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How different types of foreclosure may affect you

Foreclosure is the process by which a lender, such as a bank or mortgage company, takes possession of a property when the borrower defaults on the mortgage. While this may seem like a simple concept, many people do not realize there are different types of foreclosures. There are three main types of foreclosure: judicial, non-judicial, and strict. Judicial foreclosure is the most common. It is also the only type of foreclosure used in Ohio.

Under Ohio law, a lender must get a court order to foreclose on your property. The judicial foreclosure process requires the lender to file a lawsuit in court. The lender must notify all relevant parties of the action. You, as the borrower, have the opportunity to contest the foreclosure. After you receive notice of the lawsuit, you can respond either by making a payment or by raising any objections or defenses. If the lender is ultimately successful on the foreclosure claim, the court will issue an order allowing the lender to begin the process of selling your home. 

Non-judicial foreclosures, or power of sale foreclosures, are the second most common type of foreclosures, but they are not recognized in the state of Ohio. Unlike judicial foreclosures, power of sale foreclosures do not require a court order. As a result, they are a much quicker process. Once a certain time period has passed, the lender sells the property through a public auction. This type of foreclosure is allowed only if the mortgage contains a power of sale clause.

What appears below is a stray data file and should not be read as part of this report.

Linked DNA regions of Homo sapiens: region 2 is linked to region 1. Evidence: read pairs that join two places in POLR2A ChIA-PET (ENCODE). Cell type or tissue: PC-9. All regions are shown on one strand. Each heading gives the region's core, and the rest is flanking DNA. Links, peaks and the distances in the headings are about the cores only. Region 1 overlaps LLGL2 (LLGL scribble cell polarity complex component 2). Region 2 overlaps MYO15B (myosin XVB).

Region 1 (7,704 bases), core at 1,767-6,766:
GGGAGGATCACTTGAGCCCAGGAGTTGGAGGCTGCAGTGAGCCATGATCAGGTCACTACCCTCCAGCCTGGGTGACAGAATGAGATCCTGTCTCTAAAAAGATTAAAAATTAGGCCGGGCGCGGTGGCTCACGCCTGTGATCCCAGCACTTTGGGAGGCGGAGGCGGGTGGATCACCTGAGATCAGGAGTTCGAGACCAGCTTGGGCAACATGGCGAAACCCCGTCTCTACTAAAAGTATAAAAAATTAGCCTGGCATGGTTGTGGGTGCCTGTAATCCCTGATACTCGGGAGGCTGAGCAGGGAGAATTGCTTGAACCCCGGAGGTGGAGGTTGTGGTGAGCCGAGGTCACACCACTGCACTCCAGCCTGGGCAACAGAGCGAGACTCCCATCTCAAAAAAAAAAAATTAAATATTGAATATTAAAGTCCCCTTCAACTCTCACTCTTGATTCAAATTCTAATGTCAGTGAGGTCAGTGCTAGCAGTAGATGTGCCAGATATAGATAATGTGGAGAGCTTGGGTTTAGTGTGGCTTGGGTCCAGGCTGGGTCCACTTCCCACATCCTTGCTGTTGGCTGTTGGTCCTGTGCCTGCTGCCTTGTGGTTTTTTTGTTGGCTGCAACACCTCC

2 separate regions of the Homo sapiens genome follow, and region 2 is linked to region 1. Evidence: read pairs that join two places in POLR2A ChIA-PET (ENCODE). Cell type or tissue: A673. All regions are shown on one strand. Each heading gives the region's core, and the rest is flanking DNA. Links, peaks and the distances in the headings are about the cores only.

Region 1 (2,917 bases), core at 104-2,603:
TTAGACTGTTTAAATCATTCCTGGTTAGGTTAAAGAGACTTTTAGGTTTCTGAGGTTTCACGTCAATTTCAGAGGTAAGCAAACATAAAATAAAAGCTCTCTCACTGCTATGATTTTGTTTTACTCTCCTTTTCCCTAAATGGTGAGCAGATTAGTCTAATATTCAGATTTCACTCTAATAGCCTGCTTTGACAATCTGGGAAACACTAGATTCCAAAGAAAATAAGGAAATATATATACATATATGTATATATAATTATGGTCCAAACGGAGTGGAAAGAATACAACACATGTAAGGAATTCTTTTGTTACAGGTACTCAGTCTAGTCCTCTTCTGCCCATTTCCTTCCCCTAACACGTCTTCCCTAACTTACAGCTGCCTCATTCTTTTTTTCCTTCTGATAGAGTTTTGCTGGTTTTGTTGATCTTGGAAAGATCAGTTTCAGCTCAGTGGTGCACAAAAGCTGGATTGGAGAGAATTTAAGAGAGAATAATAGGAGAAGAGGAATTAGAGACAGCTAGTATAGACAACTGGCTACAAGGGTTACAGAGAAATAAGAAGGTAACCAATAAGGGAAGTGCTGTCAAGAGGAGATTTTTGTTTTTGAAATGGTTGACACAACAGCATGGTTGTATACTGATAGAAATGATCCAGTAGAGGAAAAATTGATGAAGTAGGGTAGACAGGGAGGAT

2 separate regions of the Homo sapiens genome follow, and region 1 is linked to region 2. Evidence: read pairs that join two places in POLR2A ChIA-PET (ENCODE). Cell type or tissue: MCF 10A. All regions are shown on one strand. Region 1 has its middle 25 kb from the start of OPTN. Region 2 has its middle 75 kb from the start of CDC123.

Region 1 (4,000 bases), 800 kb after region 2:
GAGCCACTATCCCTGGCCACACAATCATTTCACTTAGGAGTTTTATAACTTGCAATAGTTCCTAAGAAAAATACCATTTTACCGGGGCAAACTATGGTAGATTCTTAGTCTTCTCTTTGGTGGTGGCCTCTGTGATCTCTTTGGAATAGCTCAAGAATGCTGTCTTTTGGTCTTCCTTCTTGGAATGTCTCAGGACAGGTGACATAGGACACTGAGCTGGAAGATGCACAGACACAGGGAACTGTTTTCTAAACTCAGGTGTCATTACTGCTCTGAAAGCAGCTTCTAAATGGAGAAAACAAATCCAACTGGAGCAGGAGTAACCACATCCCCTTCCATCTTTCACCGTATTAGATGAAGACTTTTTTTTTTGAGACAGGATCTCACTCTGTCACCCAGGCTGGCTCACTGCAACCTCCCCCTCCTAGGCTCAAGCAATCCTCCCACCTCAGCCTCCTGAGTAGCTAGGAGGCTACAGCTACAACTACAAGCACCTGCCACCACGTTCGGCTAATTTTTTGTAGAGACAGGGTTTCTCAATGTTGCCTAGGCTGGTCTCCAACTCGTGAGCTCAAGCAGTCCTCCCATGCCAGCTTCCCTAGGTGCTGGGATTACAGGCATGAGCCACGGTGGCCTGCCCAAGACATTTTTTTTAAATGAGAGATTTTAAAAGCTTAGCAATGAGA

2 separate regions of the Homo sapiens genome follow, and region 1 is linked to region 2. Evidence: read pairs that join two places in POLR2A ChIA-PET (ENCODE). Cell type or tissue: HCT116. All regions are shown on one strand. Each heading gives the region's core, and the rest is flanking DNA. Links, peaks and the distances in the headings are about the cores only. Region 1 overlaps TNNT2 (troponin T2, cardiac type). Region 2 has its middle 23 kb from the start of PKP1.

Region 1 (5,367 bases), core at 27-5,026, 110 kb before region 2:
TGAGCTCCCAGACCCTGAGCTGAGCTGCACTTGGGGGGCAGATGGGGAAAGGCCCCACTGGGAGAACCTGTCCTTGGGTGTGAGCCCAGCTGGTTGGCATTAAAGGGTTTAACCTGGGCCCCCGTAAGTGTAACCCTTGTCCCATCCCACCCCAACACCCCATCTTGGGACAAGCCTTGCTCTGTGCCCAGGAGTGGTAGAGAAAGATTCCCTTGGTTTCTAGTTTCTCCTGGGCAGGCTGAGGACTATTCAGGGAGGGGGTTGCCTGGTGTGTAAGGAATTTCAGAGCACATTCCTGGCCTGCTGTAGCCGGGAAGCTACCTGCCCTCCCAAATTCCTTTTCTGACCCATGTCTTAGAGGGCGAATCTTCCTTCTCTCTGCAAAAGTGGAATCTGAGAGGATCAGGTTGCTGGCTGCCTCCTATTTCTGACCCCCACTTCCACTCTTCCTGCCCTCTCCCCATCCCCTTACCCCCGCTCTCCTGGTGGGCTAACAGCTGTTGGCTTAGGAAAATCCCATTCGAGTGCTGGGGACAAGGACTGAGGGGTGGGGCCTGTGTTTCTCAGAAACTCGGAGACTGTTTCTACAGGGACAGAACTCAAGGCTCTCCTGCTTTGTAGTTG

The third type of foreclosure, or strict foreclosure, is rare. Only two states—New Hampshire and Vermont—recognize it. Strict foreclosure means that if a borrower defaults on a mortgage, he or she has a certain period of time within which to pay the mortgage. If the borrower fails to do so, the lender automatically gains title to the property and is not required to sell it.

If you are facing foreclosure, it is important to know that you have options. For example, you can try to work out a repayment agreement with your lender or modify your loan to make the mortgage payments more manageable. To learn more about these and other options, consider speaking with an experienced foreclosure attorney.

Source: HUD.gov, “Foreclosure Process,” Accessed Aug. 9, 2015

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